PCI Answers Questions on Use of Loss Reports in Nevada

The use of loss history reports on individual dwellings is an important and necessary tool that insurers need to help them underwrite homeowners’ policies in Nevada. That’s the message delivered by the Property Casualty Insurers Association of America (PCI) at a public meeting of the Insurance Commissioner’s Property Casualty Advisory Committee recently.

“Insurers must have good information if they are going to properly underwrite a risk,” said Sam Sorich, PCI’s Western Region vice president, who participated in a panel that provided an overview on the use of loss reports by insurers. “Prior loss information is a critical piece of the underwriting puzzle and databases such as ‘CLUE’ or ‘A Plus’ are essential tools that help insurers quickly determine a dwelling’s history of losses and more accurately assess the potential for future claims.”

Sorich said there are several misperceptions about the use of loss history reports and he offered the following information to the committee.

· Loss history reports are accurate and relevant underwriting tools. With increasing restrictions being placed on insurers’ ability to evaluate risks, it is critical that insurers be permitted to obtain prior loss history reports.

· Loss history reports are regulated by the federal Fair Credit Reporting Act (FCRA), as well as various state versions of the Act. The Act assures that, upon making an adverse decision on the policy based on a consumer report (including loss histories), insurers disclose the source of information used. The Act also allows consumers to dispute any information on the report.

· Loss history reports are used to evaluate new risks – they are not used to find reasons to non-renew or reject policies. Insurers aren’t in business to reject policies – instead they seek to write profitable business. But, in order to assure that business in profitable, insurers must be able to accurately assess and rate each risk. Loss history reports are one tool used to evaluate risks.

· Loss history reports help insurers write business. The reports do not cause policies to be declined by insurers – but prior losses may result in policy declinations where those losses indicate that the risk may be too great for the rate charged.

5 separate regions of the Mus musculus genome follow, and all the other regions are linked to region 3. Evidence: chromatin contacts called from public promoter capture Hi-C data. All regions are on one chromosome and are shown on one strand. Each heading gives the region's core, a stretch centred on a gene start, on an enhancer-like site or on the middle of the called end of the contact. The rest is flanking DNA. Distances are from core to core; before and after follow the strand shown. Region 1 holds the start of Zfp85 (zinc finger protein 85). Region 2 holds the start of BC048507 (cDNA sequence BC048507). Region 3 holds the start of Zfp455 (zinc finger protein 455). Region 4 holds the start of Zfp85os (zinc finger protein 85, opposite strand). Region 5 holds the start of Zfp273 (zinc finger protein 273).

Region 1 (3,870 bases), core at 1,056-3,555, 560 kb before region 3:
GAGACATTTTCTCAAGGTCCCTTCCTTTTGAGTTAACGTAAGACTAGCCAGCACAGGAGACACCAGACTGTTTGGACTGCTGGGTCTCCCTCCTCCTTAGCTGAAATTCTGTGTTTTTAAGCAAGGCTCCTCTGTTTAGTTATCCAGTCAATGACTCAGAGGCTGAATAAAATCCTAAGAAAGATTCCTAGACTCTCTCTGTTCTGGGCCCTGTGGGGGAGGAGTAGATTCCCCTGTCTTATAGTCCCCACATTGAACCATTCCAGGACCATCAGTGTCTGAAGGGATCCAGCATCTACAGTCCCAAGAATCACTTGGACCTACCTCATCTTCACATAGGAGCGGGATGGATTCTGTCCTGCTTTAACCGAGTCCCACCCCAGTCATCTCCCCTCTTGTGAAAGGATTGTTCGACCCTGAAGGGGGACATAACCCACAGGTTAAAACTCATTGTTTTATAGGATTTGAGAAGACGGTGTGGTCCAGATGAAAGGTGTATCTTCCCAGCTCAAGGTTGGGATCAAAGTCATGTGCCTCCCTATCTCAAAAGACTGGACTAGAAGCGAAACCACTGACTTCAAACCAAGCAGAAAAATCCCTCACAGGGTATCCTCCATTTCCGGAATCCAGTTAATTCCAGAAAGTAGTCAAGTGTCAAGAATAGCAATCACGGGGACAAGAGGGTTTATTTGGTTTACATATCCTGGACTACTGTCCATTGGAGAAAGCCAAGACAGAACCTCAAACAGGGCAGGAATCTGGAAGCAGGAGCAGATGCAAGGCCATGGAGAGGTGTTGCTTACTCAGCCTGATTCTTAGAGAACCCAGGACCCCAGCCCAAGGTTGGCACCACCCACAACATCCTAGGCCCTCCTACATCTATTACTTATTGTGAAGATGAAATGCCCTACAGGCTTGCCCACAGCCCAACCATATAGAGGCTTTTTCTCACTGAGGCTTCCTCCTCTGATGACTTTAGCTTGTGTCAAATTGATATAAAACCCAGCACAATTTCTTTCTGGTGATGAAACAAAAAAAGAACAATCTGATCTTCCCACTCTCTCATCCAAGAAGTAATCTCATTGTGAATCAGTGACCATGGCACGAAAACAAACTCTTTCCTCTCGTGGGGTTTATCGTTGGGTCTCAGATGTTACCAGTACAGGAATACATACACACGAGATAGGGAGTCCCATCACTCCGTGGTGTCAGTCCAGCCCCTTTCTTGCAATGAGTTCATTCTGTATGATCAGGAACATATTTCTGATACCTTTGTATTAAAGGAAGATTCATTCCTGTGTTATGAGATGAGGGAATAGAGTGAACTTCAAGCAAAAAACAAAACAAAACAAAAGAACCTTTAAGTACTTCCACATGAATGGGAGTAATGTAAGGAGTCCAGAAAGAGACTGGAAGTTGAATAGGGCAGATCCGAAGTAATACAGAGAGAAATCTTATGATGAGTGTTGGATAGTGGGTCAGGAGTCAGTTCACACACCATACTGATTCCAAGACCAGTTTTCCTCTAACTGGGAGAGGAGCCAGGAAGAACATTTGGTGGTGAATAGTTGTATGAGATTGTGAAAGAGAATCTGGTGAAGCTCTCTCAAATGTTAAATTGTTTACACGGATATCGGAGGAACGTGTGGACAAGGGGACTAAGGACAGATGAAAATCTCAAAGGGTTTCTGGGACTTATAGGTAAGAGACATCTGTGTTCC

· Insurers have used loss history reports for several years, and insurance applicants have always been entitled to know what information is revealed on a prior loss report. Loss history reports are not from a “new” or “secret” database as some have alleged.

· When evaluating applications for homeowners’ coverage, insurers may consider the loss history of the dwelling, as well as the applicant. Claims relevant to the dwelling may be a critical determinate of future risk of loss – even if those claims occurred prior to the applicant’s purchase of the house. For example, with skyrocketing mold claims, insurers may need to consider prior water losses when evaluating the potential for future claims. Unfortunately, insurers may take an adverse action on an application without requesting proof that prior problems with the dwelling have been resolved, or the potential for future loss has been mitigated. This is because, by law, insurers have limited time to evaluate new business applications (typically 60 days) and often lack sufficient time for further investigation.

· Loss history reports include only information reported by insurers as a claim. Insurers do not report general policy inquiries as “claims.” It is possible, however, that claims are closed without payment. There are many reasons for this: losses determined not covered by the contract; losses valued under the policy deductible; losses determined to be fraudulent, etc. In all of these situations, however, damage has been reported by the policyholder and may be relevant to the future insurability of the risk. Some have alleged that insurers report coverage inquiries as claims, even where a policyholder later decides not to pursue the claim. This is a tough call for insurers. If a policyholder reports damage, the insurer has an obligation to open a claim file. To delay doing so could lead to further damage (of un-repaired property), could invite fraud, and could violate state fair trade laws.

· Prior loss history reports prevent application fraud. All too often, applicants fail to disclose prior losses on the application for insurance. Prior loss history reports assure that insurers will receive accurate information.

PCI member companies write nearly 40 percent of all lines of property casualty insurance in Nevada, including about 34 percent of the homeowners business in the state.